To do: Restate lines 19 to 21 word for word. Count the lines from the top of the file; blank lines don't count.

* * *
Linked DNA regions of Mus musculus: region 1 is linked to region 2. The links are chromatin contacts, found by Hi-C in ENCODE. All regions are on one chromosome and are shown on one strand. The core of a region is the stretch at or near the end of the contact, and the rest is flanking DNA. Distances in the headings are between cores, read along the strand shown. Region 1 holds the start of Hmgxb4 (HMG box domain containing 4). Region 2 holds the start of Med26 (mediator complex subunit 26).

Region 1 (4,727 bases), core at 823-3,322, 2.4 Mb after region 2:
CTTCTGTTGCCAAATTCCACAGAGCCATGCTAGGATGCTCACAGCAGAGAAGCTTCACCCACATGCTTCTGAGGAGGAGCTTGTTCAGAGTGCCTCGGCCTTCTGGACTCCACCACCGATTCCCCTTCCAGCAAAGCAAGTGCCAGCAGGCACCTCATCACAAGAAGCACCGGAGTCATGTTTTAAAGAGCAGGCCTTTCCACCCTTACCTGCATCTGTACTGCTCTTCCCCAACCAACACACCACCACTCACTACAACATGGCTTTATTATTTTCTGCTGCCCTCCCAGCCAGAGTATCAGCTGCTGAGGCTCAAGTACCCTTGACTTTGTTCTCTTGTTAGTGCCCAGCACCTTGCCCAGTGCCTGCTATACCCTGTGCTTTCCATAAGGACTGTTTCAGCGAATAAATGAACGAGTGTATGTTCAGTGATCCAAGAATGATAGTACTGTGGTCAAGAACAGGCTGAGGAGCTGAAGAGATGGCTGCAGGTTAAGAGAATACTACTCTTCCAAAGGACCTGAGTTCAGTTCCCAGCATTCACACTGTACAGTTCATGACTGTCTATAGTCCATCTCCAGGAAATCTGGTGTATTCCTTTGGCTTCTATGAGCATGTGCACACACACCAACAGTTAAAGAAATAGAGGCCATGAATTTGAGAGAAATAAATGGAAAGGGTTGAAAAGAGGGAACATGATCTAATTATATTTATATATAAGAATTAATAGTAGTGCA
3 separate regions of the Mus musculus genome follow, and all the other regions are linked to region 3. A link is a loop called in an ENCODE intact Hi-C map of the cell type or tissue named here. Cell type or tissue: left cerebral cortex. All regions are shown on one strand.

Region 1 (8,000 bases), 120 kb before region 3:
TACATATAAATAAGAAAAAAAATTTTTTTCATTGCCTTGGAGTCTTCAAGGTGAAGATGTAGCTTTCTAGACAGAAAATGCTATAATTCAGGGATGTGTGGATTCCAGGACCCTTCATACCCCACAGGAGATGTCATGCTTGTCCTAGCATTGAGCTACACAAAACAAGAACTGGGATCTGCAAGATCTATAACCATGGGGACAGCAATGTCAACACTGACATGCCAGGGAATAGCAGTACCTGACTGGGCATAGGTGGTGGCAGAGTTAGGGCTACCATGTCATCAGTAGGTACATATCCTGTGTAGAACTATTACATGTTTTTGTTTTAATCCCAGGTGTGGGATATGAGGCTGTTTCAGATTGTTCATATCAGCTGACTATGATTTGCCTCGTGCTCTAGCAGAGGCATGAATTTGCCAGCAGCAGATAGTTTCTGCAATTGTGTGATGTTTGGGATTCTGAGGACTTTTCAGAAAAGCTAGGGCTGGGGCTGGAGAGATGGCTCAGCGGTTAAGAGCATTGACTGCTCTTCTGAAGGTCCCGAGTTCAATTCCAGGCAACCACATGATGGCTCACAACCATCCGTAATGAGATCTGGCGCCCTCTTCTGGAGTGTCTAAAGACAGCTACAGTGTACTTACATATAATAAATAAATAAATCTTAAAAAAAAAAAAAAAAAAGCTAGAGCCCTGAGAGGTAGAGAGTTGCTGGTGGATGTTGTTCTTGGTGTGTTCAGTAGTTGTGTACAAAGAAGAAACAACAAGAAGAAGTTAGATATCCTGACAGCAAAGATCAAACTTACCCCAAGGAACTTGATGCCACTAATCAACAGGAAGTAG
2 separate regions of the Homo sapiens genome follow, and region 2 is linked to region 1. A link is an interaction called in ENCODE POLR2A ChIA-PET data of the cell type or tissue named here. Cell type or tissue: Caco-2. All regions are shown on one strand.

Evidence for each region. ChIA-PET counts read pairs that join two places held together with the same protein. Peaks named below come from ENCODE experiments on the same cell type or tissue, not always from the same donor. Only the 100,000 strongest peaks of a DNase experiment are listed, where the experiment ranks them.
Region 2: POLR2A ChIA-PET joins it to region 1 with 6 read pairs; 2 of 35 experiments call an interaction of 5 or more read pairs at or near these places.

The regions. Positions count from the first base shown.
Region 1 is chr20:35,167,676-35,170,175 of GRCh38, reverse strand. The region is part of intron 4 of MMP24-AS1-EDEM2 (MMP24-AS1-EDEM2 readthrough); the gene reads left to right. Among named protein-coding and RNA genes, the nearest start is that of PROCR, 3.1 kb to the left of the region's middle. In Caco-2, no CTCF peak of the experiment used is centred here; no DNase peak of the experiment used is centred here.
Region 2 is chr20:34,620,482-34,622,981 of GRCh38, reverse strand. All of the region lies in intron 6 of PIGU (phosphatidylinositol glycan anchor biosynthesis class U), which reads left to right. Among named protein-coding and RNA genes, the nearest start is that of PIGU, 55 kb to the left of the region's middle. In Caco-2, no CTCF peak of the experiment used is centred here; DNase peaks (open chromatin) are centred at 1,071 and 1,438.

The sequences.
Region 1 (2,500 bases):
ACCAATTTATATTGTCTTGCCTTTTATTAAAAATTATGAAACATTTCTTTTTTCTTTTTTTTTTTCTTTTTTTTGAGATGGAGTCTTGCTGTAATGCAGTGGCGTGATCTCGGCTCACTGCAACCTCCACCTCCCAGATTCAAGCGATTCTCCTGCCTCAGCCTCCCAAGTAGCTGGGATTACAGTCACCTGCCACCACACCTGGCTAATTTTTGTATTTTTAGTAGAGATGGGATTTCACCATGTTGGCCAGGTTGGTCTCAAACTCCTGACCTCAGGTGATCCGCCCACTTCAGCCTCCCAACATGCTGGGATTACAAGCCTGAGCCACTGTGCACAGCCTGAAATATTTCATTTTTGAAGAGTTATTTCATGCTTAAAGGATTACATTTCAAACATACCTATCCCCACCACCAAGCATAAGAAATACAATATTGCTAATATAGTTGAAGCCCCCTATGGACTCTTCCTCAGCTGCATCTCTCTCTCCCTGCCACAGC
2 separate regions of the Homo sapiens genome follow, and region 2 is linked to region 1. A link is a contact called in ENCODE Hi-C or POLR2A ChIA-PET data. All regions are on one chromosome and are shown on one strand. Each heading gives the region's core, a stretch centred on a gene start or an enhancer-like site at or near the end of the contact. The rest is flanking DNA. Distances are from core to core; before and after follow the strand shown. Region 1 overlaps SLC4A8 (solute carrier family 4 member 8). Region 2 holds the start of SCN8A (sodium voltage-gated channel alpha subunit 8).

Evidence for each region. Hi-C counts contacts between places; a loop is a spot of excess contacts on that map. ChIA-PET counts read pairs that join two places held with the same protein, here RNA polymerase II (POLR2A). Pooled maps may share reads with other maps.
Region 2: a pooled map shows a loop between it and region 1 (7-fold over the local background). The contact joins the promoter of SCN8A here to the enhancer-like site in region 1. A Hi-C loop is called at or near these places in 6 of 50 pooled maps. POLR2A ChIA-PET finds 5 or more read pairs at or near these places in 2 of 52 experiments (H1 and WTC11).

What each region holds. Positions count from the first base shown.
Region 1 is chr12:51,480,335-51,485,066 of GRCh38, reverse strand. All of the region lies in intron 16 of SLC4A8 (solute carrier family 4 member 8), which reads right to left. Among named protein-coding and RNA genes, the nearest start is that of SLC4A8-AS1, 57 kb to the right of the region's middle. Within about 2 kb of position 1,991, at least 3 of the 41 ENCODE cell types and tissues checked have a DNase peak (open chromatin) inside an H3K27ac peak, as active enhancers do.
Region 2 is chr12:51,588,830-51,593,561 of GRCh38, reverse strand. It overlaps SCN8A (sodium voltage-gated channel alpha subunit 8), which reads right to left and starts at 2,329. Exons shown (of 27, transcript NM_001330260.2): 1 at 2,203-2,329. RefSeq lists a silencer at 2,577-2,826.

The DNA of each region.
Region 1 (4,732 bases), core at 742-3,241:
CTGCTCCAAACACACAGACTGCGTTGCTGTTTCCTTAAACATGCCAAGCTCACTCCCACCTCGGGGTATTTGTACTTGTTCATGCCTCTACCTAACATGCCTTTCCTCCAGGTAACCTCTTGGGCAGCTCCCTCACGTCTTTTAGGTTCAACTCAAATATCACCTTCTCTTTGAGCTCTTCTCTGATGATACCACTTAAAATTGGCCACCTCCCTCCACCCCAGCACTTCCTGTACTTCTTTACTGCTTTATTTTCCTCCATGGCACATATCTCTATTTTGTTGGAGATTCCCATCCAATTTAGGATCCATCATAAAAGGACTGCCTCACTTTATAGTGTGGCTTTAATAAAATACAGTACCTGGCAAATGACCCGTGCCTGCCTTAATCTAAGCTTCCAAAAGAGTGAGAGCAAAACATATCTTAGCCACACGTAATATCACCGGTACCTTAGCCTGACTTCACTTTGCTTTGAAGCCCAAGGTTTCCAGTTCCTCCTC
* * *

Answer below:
What each region holds. Positions count from the first base shown.
Region 1 is chr12:51,480,335-51,485,066 of GRCh38, reverse strand. All of the region lies in intron 16 of SLC4A8 (solute carrier family 4 member 8), which reads right to left. Among named protein-coding and RNA genes, the nearest start is that of SLC4A8-AS1, 57 kb to the right of the region's middle. Within about 2 kb of position 1,991, at least 3 of the 41 ENCODE cell types and tissues checked have a DNase peak (open chromatin) inside an H3K27ac peak, as active enhancers do.
Region 2 is chr12:51,588,830-51,593,561 of GRCh38, reverse strand. It overlaps SCN8A (sodium voltage-gated channel alpha subunit 8), which reads right to left and starts at 2,329. Exons shown (of 27, transcript NM_001330260.2): 1 at 2,203-2,329. RefSeq lists a silencer at 2,577-2,826.